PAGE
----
business news in context, analysis with attitude

...with brief, occasional, italicized and sometimes gratuitous commentary...

• In Minnesota, the Star Tribune reports that Best Buy and Target are ending an experiment "that stationed Geek Squad agents at Target stores in Denver and Minneapolis," with a stated goal of providing services to "electronics customers at 29 Target stores, including installation, repair and warranty plans. The program covered a wide range of products — from mobile phones and MP3 players to e-readers and home theater systems."

The six-month test ideally would have helped Best Buy extend its brand equity, which has been diminished because of tough competition in recent years. But the folks at Best Buy - wisely, I think - figured that in a time of limited resources, they were better off focusing on their own stores than bolstering the service quotient at someone else's. Better it should figure out how to compete with Amazon than help Target compete with Walmart.

CNN has a story saying that a new Consumer Reports study says that "CVS charges $150 for a monthly prescription of the generic version of the cholesterol drug Lipitor. The same drug goes for $17 at Costco."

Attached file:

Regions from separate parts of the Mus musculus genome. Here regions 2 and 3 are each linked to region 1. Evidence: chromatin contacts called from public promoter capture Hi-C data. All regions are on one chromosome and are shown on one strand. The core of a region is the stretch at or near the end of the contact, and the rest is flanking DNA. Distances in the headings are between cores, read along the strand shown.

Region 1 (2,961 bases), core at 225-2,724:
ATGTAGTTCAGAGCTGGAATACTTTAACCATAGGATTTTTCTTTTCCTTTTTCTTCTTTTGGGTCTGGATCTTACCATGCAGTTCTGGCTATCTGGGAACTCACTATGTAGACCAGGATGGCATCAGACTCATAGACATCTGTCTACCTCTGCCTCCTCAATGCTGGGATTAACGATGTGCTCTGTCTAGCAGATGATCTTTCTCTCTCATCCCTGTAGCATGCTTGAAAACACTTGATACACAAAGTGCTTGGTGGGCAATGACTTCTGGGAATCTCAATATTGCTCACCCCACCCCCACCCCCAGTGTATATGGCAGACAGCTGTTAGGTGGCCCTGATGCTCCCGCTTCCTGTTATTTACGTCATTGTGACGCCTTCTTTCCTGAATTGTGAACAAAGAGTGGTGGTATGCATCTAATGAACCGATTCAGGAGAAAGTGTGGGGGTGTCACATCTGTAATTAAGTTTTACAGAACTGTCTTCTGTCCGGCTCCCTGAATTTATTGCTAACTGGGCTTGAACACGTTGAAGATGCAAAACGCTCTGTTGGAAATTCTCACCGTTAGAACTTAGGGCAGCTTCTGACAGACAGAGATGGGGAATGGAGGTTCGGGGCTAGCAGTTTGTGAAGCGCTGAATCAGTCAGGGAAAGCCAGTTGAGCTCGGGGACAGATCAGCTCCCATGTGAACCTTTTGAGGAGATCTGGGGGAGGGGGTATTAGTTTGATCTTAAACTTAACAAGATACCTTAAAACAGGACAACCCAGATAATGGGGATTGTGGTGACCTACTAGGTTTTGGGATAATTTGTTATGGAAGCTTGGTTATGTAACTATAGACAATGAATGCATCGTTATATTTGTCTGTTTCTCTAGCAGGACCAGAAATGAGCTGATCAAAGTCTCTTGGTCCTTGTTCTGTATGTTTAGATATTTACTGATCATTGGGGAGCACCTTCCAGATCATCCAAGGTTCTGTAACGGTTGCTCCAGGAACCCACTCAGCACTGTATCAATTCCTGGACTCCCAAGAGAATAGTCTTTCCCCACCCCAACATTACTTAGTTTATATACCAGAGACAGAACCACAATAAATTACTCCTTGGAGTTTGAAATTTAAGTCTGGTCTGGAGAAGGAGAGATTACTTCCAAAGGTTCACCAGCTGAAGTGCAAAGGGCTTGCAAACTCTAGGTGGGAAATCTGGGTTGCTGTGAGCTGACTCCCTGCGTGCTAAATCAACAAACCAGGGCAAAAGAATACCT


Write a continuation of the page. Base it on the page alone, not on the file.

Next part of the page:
It isn't just Lipitor. Consumer Reports says that it "sent secret shoppers to 200 pharmacies that carry five blockbuster drugs: Lipitor, Lexapro, Plavix, Actos and Singulair, all of which lost their patents in the last two years. Shoppers found they could be paying as much as $749, or 447%, more for a generic prescription drug in one year at the highest-priced pharmacy, compared with the lowest."

The story says that "the priciest places to pick up these prescriptions were CVS, Target and Rite Aid. The least expensive were Costco and Sam's Club, while Wal-Mart, and Walgreen's fell in the middle."
KC's View: